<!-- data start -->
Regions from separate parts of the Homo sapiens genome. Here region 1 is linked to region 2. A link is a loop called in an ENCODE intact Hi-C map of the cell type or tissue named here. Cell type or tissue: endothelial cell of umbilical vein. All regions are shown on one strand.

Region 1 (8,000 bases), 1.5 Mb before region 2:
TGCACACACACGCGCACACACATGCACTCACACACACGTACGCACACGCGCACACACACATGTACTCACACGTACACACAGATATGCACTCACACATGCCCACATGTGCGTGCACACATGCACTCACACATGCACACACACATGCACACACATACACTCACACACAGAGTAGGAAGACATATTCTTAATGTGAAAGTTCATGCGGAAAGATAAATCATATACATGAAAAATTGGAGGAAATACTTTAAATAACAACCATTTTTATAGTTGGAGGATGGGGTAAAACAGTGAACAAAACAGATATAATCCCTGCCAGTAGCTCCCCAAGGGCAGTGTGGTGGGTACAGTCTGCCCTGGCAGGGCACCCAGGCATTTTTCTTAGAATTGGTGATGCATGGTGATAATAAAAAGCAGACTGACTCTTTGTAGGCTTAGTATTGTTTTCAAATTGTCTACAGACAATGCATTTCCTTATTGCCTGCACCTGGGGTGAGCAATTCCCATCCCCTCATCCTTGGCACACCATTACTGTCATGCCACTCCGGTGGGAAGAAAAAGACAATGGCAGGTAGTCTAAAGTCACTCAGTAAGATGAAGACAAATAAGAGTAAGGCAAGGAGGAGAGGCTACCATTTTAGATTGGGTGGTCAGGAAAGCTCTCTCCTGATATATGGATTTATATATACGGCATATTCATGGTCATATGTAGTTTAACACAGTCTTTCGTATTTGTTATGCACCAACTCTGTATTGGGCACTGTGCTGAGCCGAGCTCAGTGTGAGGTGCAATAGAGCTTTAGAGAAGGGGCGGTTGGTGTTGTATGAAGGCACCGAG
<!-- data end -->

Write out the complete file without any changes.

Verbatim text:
Regions from separate parts of the Homo sapiens genome. Here region 1 is linked to region 2. A link is a loop called in an ENCODE intact Hi-C map of the cell type or tissue named here. Cell type or tissue: endothelial cell of umbilical vein. All regions are shown on one strand.

Region 1 (8,000 bases), 1.5 Mb before region 2:
TGCACACACACGCGCACACACATGCACTCACACACACGTACGCACACGCGCACACACACATGTACTCACACGTACACACAGATATGCACTCACACATGCCCACATGTGCGTGCACACATGCACTCACACATGCACACACACATGCACACACATACACTCACACACAGAGTAGGAAGACATATTCTTAATGTGAAAGTTCATGCGGAAAGATAAATCATATACATGAAAAATTGGAGGAAATACTTTAAATAACAACCATTTTTATAGTTGGAGGATGGGGTAAAACAGTGAACAAAACAGATATAATCCCTGCCAGTAGCTCCCCAAGGGCAGTGTGGTGGGTACAGTCTGCCCTGGCAGGGCACCCAGGCATTTTTCTTAGAATTGGTGATGCATGGTGATAATAAAAAGCAGACTGACTCTTTGTAGGCTTAGTATTGTTTTCAAATTGTCTACAGACAATGCATTTCCTTATTGCCTGCACCTGGGGTGAGCAATTCCCATCCCCTCATCCTTGGCACACCATTACTGTCATGCCACTCCGGTGGGAAGAAAAAGACAATGGCAGGTAGTCTAAAGTCACTCAGTAAGATGAAGACAAATAAGAGTAAGGCAAGGAGGAGAGGCTACCATTTTAGATTGGGTGGTCAGGAAAGCTCTCTCCTGATATATGGATTTATATATACGGCATATTCATGGTCATATGTAGTTTAACACAGTCTTTCGTATTTGTTATGCACCAACTCTGTATTGGGCACTGTGCTGAGCCGAGCTCAGTGTGAGGTGCAATAGAGCTTTAGAGAAGGGGCGGTTGGTGTTGTATGAAGGCACCGAG